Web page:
Age is taken into account when defining neuroblastoma histology as favorable or unfavorable. The younger the age at diagnosis, the better the survival rate [8
] with children younger than a year old having considerably better survival than older children. Even the outcome of favorable or less aggressive neuroblastomas is worse in older children [9
]. Hence, although it is not rare in the literature to find reports of good outcomes, the excellent results and successful follow-up in our patient is of significant note.
Mediastinal neuroblastomas are better in terms of prognosis than abdominal neuroblastomas in that patients with the former tend to present earlier when the size is still small, and hence complete resection of the tumor is possible [10
]. Complete excision remains the mainstay of therapy of localized mediastinal neuroblastomas. There are no reports of the recommended duration of follow-up; however, follow-up is required with chest X-ray. The two-year event-free survival rates are 85% to 100%; relapses can be salvaged by further surgery or chemotherapy [11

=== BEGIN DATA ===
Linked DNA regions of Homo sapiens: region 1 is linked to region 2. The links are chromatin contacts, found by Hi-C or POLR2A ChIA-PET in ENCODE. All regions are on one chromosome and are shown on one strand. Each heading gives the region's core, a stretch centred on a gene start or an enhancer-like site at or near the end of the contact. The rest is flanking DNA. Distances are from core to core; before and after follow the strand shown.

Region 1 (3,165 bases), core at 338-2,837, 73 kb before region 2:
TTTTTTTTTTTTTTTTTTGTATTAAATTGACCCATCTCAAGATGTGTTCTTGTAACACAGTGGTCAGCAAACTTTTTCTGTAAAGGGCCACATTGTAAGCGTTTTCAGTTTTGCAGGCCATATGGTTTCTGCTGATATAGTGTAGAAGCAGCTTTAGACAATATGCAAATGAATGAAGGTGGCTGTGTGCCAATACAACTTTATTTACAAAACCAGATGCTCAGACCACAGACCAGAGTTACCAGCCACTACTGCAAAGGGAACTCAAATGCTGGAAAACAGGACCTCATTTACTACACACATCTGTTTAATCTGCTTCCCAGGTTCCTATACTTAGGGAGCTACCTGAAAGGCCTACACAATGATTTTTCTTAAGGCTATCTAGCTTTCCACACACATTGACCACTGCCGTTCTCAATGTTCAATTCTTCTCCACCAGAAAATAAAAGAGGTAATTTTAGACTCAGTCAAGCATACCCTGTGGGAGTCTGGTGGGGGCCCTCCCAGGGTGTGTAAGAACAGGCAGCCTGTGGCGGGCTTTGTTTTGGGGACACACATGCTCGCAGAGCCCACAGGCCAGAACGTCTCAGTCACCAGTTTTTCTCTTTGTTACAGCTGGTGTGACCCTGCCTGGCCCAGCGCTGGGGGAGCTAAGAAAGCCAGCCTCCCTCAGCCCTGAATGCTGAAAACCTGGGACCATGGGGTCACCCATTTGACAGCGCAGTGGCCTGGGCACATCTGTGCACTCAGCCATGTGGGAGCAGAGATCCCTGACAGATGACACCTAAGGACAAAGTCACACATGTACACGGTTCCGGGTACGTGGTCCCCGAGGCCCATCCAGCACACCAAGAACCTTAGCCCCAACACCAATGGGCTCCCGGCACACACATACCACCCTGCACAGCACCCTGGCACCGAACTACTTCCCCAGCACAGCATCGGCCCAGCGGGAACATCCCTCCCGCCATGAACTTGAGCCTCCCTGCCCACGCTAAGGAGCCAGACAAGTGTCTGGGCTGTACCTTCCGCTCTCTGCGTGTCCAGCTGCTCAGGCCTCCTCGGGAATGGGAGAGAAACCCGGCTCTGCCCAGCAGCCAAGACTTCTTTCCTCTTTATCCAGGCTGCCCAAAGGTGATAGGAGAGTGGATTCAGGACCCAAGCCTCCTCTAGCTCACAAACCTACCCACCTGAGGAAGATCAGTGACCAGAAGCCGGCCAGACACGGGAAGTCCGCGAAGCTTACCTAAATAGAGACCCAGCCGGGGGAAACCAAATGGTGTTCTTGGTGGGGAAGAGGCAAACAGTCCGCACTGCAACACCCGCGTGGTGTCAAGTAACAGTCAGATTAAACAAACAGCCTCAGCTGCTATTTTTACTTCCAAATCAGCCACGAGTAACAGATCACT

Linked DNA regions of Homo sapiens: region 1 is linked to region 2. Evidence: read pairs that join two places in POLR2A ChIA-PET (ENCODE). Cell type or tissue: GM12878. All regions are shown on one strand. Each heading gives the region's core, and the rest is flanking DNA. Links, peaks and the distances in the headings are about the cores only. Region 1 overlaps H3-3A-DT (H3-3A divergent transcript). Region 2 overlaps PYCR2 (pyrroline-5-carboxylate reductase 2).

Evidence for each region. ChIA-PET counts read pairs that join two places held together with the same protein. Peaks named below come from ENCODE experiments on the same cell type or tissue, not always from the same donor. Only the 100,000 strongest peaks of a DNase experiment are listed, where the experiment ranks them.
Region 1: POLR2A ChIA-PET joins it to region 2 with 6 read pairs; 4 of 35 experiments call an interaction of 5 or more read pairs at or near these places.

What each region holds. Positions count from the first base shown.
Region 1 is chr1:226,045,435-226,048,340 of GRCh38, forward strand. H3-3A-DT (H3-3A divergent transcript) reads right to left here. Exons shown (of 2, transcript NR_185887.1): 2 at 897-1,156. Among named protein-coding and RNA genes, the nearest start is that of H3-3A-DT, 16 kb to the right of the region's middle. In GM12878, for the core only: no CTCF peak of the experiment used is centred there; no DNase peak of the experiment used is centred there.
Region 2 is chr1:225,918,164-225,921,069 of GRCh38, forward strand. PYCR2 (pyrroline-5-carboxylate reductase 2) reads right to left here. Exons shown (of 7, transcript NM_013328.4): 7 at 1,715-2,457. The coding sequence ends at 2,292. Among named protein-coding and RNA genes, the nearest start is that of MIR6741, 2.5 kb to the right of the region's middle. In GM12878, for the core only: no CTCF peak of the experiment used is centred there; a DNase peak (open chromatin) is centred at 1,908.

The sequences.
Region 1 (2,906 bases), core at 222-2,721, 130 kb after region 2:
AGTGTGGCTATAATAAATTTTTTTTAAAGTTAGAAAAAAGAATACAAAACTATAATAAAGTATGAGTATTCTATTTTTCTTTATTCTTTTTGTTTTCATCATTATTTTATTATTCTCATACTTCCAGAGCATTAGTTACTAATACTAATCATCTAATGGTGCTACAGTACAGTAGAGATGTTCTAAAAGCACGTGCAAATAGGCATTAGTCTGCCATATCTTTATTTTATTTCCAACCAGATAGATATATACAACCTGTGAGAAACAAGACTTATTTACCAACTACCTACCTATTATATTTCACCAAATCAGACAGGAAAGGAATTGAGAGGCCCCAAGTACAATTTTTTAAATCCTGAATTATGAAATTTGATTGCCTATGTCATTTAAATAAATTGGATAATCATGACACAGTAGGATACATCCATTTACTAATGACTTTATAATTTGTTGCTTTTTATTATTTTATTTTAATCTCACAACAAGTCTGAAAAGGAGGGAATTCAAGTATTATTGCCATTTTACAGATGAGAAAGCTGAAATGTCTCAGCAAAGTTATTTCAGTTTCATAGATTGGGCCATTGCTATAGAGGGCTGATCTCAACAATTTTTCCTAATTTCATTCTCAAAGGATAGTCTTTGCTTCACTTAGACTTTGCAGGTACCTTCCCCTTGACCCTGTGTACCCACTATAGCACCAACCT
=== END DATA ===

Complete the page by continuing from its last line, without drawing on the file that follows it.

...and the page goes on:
Differential markers for distinguishing ganglioneuromas from ganglioneuroblastomas at present are not available; immunohistochemical stains with antibodies such as neurofilament, synaptophysin, chromogranin, s-100 and LCA are generally positive in both ganglioneuromas and ganglioneuroblastomas [12
]. However it has been shown on post-mortem histopathology specimens that an epidermal-growth-factor-like protein called delta-like (dlk), which regulates the differentiation of neuroblastoma cell lines, showed stronger expression in the ganglioneuroma cell lines and weaker expression in ganglioneuroblastoma cell lines [13
], probably suggesting the loss of this differentiation factor in the progress toward the malignant disease.